Detect & Deter Theft in Restaurants

By Jennifer Goforth Gregory, Contributing Editor | June 05, 2014

Management of a Jason’s Deli franchise was shocked to find out that one of their beloved 10-year plus employees had been cashing out cash deliveries for months and pocketing the change. “While we knew that employee theft happened, we are like a family and never thought that one of our best employees would steal from us,” says Ed Huston, a franchisee of multiple Jason’s Deli (www.jasonsdeli.com) locations. The franchisee decided to prevent future theft and began looking for a loss prevention system to install. After installing NCR’s Restaurant Guard (www.ncr.com), which integrates with the POS system, Huston discovered that fraud was occurring in two additional locations as well. “After terminating employees in all three restaurants, we have seen significantly increased revenues in those stores as well as increases across the board,” says Huston.

One of the main benefits of installing loss prevention systems in your restaurant is that it deters employees from considering fraud or theft because they know that the chances that they will get caught are high. The goal of loss prevention isn’t to prosecute employees criminally, but to deter crime from happening and force employees currently committing fraud to cease their behavior. Although it may be tempting for operators to disclose exactly what is being monitored, it is a best practice to alert employees on a more general level to prevent employees focusing on strategies that the system does not detect.

Loss prevention technology is not something that you can simply install in your restaurants and expect all theft to immediately cease. If an employee is flagged for questionable activity and spoken to, often, the fact that they know they are being watched is enough for the behavior and activity to come to a complete halt. While loss prevention systems can both deter theft and alert management to potential issues, it is essential that the technology is used as part of a comprehensive loss prevention program. Management will need to consistently review the reports or video to follow up on issues. Supervisors will also need training on how to delicately handle situations and coach employees on proper procedures.

One point to consider when purchasing a loss prevention technology is to find a product that is designed for a specific restaurant category. Fraud techniques are typically different across delivery, catering, fine dining and quick service establishments.

Tactics and tech types for stopping theft
One of the most common types of restaurant loss prevention technology is software integrated with the POS system that flags transactions that are typically indicative of fraud or theft, such as excessive voids late at night, a high number of coupons and large cash tips. Many POS vendors include loss prevention capabilities integrated into standard systems or sell the product as an additional add-on, such as NCR’s Restaurant Guard. Other products are sold as an add-on to work with existing POS systems.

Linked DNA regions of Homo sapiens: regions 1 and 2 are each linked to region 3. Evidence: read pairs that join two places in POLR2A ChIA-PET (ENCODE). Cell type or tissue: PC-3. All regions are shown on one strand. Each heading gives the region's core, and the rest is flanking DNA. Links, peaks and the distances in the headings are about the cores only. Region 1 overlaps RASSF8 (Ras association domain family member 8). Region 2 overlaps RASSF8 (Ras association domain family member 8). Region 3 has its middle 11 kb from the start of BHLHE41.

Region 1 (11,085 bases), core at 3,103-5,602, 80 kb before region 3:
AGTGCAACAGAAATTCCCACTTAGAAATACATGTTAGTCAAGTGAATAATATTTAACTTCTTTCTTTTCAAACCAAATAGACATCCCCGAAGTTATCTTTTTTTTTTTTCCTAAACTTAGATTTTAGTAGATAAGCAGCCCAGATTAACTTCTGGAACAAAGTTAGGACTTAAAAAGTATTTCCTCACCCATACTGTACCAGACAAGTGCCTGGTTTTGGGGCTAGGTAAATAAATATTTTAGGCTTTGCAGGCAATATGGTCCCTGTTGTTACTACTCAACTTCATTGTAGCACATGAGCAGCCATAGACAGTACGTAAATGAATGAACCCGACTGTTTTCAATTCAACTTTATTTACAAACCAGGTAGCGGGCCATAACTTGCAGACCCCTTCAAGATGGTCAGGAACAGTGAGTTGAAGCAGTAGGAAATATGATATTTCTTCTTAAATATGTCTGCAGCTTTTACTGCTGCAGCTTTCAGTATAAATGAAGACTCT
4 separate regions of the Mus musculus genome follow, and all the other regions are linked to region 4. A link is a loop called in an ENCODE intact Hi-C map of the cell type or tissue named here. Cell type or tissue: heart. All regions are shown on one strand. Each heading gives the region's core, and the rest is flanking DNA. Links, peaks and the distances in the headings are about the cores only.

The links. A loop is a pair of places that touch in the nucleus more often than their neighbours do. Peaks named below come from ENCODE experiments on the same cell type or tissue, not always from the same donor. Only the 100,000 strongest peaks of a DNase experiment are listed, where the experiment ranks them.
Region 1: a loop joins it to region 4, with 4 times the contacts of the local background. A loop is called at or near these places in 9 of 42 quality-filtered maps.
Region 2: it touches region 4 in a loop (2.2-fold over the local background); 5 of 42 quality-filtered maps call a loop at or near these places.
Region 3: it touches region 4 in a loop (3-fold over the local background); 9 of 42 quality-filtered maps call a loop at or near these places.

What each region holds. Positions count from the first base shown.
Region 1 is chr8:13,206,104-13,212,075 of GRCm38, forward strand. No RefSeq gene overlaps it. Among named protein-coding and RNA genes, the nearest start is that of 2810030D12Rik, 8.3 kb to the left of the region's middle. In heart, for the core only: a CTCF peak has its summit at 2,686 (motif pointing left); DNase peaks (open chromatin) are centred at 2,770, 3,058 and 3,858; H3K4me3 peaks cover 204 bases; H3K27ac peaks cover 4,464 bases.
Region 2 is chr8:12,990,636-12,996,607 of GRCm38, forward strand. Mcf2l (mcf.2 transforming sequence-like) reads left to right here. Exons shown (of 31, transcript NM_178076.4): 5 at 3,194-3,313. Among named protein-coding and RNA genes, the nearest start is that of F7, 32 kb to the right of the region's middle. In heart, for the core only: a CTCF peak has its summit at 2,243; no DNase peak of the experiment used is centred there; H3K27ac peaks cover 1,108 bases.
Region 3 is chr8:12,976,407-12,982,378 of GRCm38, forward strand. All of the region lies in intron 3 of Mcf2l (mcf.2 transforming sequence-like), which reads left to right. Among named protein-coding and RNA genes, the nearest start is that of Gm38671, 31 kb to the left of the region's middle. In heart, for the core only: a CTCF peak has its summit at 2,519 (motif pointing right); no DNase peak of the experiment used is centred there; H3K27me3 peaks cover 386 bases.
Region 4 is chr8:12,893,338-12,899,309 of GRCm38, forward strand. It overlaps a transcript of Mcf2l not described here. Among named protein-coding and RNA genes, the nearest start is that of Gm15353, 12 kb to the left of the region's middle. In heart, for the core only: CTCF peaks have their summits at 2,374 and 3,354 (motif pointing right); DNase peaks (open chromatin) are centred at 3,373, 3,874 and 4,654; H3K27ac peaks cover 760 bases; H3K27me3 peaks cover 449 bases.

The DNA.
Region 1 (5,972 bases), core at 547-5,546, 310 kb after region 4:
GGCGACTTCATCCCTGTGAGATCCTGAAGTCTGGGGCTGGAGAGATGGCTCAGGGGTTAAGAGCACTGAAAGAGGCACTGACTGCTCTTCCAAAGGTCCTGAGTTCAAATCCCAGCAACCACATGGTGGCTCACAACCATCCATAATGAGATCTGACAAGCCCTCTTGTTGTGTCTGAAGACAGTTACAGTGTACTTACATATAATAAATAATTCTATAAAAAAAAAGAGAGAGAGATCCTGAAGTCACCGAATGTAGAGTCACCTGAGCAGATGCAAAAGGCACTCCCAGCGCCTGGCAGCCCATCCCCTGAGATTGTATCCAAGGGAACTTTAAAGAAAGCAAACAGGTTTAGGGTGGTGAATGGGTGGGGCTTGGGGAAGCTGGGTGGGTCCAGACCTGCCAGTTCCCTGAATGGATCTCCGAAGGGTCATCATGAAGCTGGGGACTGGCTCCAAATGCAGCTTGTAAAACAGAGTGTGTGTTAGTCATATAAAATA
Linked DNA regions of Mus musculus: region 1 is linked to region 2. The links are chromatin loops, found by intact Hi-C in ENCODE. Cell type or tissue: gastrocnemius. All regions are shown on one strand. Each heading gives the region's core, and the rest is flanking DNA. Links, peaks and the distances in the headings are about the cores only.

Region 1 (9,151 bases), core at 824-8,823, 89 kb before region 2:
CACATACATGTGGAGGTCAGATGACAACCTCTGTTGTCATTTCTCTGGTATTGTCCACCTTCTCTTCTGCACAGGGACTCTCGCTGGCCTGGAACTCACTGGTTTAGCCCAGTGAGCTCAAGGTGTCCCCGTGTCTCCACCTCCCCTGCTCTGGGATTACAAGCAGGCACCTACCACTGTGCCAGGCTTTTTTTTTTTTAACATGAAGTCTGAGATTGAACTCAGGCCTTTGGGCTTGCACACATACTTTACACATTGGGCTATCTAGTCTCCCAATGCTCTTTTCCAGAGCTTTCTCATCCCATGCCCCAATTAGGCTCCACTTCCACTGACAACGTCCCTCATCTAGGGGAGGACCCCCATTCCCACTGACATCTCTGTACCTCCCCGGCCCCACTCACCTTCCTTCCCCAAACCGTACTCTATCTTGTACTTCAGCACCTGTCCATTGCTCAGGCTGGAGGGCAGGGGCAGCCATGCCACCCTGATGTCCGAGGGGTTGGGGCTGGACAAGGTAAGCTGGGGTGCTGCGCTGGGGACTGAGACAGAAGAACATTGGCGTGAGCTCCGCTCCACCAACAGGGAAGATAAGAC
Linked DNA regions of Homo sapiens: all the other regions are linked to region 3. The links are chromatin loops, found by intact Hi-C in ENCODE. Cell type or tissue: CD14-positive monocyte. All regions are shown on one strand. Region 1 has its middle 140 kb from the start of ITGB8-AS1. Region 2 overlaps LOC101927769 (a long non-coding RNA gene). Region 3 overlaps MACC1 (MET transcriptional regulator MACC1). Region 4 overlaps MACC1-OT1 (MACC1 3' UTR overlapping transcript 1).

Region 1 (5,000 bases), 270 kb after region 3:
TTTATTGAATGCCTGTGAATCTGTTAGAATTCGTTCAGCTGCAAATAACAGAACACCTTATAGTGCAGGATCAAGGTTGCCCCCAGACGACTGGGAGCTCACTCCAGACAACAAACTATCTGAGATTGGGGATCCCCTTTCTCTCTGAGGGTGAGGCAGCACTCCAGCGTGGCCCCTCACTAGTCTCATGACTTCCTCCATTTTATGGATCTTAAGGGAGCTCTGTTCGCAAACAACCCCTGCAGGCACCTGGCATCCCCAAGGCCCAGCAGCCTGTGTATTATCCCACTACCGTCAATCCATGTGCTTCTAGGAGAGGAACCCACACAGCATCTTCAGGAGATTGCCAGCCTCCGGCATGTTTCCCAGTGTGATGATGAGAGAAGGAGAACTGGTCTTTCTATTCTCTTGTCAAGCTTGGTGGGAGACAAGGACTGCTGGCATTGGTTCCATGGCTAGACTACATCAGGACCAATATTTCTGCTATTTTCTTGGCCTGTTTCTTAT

Ctuit’s Radar product (www.ctuit.com) looks for different patterns based on the type of restaurant and creates extensive reports of any activity that deviates from baseline norms for the location and time of day. Additionally Radar can be used to monitor back of the house theft of inventory as well. Avero (www.averoinc.com) integrates with the POS, but uses a scoring system to rank each employee to detect abnormalities and compare transaction types to other employees.

Since delivery businesses have different challenges, Speedline Solution’s POS product (www.speedlinesolutions.com) looks specifically for coupon usage and other fraud specific to pizza and other food delivery businesses. The product also alerts managers to events such as the POS system being turned to training mode, which is often used to pocket cash that is not recorded.

Hyperactive Technologies’ (www.gohyper.com) drive thru management system integrates into the POS system and uses a car tagging system and POS data to detect unusual activity, such as a car bypassing the payment window or orders that are zeroed out.

Other vendors, such as DTT (www.dttusa.com), offer surveillance products and forensic investigation services. Toyin Fawehinmi, director of loss prevention at Mitra QSR KNE (www.mitraqsr.com) uses DTT’s Smart Audit to randomly dial into stores to monitor performance and activity through video and data. When an incident occurs instead of spending hours reviewing footage, he uses the services to help conduct his investigation. “I provide DTT with the times to investigate, and they provide me with a forensic report of exactly what happened,” Fawehinmi says. “I also use the technology to conduct investigation interviews in other cities which increases effectiveness and reduces travel.”

Biometrics is another type of loss prevention technology that is gaining traction in foodservice.  Products such as digitalPersona (www.digitalpersona.com) reduce theft because employees cannot use someone’s identification or a manager’s access to make a transaction; all register activity can be traced to each employee. “Biometrics is efficient because you can’t leave your finger lying around and claim that someone else completed the void,” says Phil Olea from the technology department for Yogurtland (www.yogurt-land.com). “We know exactly who completed every transaction.” Olea says that Yogurtland has had a 20 percent increase in sales gains at some locations after installing the biometrics.

“It is foolish to think that none of your employees are stealing from you,” says Huston. “The cost is worth every penny that we pay. Once people know you are looking for suspicious activity, you shut down those avenues for fraud. You can respect your employees while still inspecting their behavior.”

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